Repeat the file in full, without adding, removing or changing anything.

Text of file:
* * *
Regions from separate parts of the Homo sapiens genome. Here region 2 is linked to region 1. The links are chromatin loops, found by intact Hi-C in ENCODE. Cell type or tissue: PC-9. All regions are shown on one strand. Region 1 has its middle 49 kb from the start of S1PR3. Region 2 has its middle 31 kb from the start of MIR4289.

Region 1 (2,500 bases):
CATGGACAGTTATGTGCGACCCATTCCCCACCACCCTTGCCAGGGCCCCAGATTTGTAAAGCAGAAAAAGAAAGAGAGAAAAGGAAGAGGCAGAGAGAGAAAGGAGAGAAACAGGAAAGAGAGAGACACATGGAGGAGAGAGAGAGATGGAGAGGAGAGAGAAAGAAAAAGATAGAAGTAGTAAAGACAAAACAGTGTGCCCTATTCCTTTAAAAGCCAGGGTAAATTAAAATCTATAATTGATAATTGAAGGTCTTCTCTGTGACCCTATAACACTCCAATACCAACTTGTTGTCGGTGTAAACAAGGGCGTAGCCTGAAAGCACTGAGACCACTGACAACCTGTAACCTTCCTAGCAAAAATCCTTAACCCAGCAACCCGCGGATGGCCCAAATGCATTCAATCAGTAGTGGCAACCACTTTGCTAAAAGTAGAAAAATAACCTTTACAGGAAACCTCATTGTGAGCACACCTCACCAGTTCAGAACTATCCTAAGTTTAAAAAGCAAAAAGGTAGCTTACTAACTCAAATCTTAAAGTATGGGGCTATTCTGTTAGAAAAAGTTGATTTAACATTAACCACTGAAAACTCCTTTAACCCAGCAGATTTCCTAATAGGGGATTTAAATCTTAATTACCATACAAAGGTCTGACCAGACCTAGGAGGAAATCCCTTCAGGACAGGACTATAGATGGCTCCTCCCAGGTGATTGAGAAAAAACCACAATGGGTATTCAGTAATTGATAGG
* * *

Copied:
Regions from separate parts of the Homo sapiens genome. Here region 2 is linked to region 1. The links are chromatin loops, found by intact Hi-C in ENCODE. Cell type or tissue: PC-9. All regions are shown on one strand. Region 1 has its middle 49 kb from the start of S1PR3. Region 2 has its middle 31 kb from the start of MIR4289.

Region 1 (2,500 bases):
CATGGACAGTTATGTGCGACCCATTCCCCACCACCCTTGCCAGGGCCCCAGATTTGTAAAGCAGAAAAAGAAAGAGAGAAAAGGAAGAGGCAGAGAGAGAAAGGAGAGAAACAGGAAAGAGAGAGACACATGGAGGAGAGAGAGAGATGGAGAGGAGAGAGAAAGAAAAAGATAGAAGTAGTAAAGACAAAACAGTGTGCCCTATTCCTTTAAAAGCCAGGGTAAATTAAAATCTATAATTGATAATTGAAGGTCTTCTCTGTGACCCTATAACACTCCAATACCAACTTGTTGTCGGTGTAAACAAGGGCGTAGCCTGAAAGCACTGAGACCACTGACAACCTGTAACCTTCCTAGCAAAAATCCTTAACCCAGCAACCCGCGGATGGCCCAAATGCATTCAATCAGTAGTGGCAACCACTTTGCTAAAAGTAGAAAAATAACCTTTACAGGAAACCTCATTGTGAGCACACCTCACCAGTTCAGAACTATCCTAAGTTTAAAAAGCAAAAAGGTAGCTTACTAACTCAAATCTTAAAGTATGGGGCTATTCTGTTAGAAAAAGTTGATTTAACATTAACCACTGAAAACTCCTTTAACCCAGCAGATTTCCTAATAGGGGATTTAAATCTTAATTACCATACAAAGGTCTGACCAGACCTAGGAGGAAATCCCTTCAGGACAGGACTATAGATGGCTCCTCCCAGGTGATTGAGAAAAAACCACAATGGGTATTCAGTAATTGATAGG